the darkroom | a guest post

Friday, August 24, 2012

I remember always being completely baffled at how film photography could possibly work - how could you get a photo, printed so large, from that tiny negative? I took a film photography class this summer and I was completely amazed at the entire development and printing process.
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I'm definitely not an expert about how it works, but I'll try my best to explain the process.

First, the roll of film has to be transferred from the canister into a tank so that it can be developed. The film is extremely sensitive to light, so this has to be done in complete, pitch darkness. You have to open the canister, remove the film, roll it onto a reel and place it into a tank before securely closing it. 
If the tank is properly closed, it can be taken out into the light and the film won't be harmed.

Next the film has to be developed (aka it has to be made safe to expose to light). This is done by pouring certain chemicals into the tank and agitating it for a certain amount of time. The time varies depending on what type of film you're developing, the temperature of the water, and several other factors. After development, the film is washed, squee-geed and dried. At this point the negatives you choose can be taken into a darkroom to be printed.Photobucket Photobucket
This part may be confusing if you don't know what enlargers are (essentially this is what they look like). They're an instrument that projects the negative at almost any size you may desire.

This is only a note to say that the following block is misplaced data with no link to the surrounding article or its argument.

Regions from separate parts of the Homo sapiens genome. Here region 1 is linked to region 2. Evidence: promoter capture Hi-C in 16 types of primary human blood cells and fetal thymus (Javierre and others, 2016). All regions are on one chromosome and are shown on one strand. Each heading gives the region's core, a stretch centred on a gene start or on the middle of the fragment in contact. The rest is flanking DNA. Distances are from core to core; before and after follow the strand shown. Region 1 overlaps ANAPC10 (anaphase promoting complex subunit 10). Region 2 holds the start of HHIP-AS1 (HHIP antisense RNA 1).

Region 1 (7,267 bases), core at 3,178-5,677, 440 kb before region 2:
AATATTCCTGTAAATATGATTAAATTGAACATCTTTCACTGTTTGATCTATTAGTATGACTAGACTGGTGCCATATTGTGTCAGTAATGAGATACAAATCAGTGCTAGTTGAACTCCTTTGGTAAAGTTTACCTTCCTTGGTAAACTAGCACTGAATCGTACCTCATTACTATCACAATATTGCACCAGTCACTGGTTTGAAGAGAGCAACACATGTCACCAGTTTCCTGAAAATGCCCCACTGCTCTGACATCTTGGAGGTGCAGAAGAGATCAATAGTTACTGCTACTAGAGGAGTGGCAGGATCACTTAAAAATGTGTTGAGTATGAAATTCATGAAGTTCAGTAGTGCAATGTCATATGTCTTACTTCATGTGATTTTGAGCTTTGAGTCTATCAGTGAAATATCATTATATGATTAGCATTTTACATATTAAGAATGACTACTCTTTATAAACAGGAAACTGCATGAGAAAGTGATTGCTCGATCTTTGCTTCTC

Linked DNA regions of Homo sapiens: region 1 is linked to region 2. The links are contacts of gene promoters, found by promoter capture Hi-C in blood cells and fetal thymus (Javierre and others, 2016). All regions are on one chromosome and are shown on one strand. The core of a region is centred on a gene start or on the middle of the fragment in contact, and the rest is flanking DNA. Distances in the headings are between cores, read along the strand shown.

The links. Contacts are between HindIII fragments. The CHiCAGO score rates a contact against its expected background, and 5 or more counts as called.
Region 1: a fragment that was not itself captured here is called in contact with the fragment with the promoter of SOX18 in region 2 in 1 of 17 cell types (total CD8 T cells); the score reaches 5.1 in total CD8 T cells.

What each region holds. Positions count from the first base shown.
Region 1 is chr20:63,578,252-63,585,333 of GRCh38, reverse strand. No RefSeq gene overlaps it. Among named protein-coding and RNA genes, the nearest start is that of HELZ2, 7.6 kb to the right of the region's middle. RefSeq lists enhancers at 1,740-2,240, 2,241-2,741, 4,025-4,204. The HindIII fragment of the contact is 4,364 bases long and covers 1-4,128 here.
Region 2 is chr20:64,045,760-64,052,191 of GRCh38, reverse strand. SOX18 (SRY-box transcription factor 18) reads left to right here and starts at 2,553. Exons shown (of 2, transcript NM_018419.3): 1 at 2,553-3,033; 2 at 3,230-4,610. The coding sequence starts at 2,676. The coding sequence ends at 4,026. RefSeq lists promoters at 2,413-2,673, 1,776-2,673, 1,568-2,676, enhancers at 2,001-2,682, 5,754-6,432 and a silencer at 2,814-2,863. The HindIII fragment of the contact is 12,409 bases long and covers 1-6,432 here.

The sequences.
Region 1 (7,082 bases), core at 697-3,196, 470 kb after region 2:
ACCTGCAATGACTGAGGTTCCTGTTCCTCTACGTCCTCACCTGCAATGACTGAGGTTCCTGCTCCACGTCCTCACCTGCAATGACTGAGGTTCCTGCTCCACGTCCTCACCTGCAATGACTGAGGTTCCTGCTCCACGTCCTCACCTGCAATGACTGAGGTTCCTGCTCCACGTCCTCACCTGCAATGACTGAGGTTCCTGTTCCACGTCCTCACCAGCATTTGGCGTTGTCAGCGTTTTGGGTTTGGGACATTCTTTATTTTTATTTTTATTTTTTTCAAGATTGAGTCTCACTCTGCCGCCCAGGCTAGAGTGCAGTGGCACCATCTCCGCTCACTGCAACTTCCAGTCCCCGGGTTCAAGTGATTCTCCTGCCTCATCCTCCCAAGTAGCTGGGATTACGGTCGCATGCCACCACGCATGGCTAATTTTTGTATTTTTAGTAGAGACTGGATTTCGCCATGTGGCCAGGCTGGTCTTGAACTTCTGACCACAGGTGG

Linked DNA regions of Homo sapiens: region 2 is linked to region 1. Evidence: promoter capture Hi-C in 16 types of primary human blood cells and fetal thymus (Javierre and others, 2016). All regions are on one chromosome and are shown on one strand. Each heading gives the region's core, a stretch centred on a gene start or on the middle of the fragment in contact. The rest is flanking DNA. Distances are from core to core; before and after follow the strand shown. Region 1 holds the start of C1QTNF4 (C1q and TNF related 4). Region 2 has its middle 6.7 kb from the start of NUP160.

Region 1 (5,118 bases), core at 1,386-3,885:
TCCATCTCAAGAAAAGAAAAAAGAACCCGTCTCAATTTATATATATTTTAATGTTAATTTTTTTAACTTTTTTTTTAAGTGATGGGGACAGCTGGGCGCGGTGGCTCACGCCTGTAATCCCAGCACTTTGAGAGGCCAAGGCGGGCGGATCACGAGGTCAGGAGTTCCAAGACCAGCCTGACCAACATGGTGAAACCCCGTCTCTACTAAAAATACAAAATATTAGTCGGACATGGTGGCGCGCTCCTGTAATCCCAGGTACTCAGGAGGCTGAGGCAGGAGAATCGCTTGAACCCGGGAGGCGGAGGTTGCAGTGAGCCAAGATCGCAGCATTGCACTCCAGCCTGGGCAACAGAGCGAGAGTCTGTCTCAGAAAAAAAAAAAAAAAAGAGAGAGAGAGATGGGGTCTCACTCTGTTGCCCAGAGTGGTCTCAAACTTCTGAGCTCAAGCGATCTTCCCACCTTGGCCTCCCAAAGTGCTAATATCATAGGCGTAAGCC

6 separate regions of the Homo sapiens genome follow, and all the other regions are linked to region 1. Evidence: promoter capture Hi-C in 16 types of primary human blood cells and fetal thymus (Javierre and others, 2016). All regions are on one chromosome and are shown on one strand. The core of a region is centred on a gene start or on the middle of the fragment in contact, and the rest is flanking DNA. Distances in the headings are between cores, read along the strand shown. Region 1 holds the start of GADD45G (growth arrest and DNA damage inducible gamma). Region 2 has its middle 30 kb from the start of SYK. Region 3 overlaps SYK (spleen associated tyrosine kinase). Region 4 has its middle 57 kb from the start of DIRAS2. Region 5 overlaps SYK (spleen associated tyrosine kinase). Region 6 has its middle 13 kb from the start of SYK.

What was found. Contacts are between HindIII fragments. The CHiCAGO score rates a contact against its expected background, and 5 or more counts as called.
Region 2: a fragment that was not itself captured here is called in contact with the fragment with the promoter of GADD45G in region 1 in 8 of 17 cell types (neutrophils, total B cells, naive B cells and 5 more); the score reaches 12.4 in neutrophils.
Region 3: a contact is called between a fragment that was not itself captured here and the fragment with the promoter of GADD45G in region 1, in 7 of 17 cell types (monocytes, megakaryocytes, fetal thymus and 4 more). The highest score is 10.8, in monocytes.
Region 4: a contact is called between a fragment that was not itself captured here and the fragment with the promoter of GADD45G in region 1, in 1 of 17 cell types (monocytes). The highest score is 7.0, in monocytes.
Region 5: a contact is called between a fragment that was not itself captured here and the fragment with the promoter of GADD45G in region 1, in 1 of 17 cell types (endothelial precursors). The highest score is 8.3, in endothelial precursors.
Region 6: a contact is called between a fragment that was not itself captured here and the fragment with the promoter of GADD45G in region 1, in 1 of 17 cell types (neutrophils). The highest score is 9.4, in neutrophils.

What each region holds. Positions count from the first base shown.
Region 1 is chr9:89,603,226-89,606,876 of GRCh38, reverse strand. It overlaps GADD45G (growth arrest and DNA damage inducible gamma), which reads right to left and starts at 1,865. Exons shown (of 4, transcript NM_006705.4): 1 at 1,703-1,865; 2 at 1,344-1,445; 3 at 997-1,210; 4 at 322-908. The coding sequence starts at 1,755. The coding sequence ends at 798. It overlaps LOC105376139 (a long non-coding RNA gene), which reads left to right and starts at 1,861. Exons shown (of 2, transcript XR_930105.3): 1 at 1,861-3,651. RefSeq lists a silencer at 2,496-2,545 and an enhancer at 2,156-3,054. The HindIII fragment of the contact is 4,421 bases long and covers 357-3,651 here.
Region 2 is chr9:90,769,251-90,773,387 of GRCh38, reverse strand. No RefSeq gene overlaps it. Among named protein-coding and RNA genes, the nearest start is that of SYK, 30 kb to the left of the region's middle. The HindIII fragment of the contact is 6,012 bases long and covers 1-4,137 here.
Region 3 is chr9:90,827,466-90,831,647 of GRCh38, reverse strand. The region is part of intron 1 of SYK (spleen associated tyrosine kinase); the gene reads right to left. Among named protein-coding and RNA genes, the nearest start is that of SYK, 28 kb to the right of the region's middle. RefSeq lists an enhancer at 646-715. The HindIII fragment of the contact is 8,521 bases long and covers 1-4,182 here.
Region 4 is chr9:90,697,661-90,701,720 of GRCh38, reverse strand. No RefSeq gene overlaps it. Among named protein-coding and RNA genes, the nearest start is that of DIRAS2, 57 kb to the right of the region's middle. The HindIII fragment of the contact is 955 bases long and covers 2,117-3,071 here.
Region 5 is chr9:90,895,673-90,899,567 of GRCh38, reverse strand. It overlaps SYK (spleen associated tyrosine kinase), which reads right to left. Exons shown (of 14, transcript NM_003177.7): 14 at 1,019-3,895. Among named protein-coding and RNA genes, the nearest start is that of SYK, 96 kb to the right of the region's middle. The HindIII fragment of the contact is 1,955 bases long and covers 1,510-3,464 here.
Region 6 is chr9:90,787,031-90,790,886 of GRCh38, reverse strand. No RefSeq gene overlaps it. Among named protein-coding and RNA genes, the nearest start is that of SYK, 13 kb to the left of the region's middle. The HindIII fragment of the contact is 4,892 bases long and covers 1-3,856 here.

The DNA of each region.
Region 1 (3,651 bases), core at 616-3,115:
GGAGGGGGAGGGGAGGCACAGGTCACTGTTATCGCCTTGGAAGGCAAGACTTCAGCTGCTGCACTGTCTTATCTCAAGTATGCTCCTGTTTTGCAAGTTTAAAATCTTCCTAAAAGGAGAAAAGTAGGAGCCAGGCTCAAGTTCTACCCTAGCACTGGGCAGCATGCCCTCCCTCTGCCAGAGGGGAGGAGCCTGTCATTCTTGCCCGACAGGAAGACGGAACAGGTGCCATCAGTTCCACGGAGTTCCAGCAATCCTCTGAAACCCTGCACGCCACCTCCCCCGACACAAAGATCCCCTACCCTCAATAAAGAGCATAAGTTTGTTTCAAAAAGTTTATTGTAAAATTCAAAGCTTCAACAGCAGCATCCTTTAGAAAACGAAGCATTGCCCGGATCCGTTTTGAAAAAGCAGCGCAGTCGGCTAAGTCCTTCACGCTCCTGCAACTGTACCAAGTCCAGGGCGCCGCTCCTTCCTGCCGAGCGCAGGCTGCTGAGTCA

The darkroom is dark except for a special safe light.
You project the image onto a frame/paper-holder (I don't know what it's called) first to make sure the size is right and the enlarger's lens if focused correctly on the grains of the image.

Basically, the way a print is made is by exposing this enlarged image onto photo paper. The paper is sensitive  to light besides the safe light, so the exposed image will become a print once put into the developer, stop, and fix.

Then you can make a test strip - cut a piece of photo paper and expose parts of it in 3 second increments (ie cover most of it, set the timer for 3 seconds, expose it, move the cardboard covering it over a bit, repeat). Once you're done, you place the photo paper into a tub of developer for a certain amount of time, followed by a tub of stop, and finally a tub of fix. At this point you can rinse it in running water and take it outside the darkroom to view.
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The test strip will show you how long you'll need to expose the entire print. So next, you take an entire sheet of photo paper and set the timer to the time you decided on, then expose and develop it, and then check to see if the time has to be adjusted. Once you have a print you're satisfied with, it can be washed and dried.

That's about the gist of it, but there are also filters (for low or high contrast photos) and dodging/burning (adding less or more time to certain parts of the print that are over/under exposed), as well as mounting, etc. It's a lot to explain here, but I hope this somewhat helped.

And if this made little or no sense, I don't blame you - it's a complicated process to explain, especially by a complete novice like me, and it's best to learn by experiencing it.

by Kinga

1 comment :

  1. You are seriously awesome for knowing all this stuff. And that picture of your dog - so cute!


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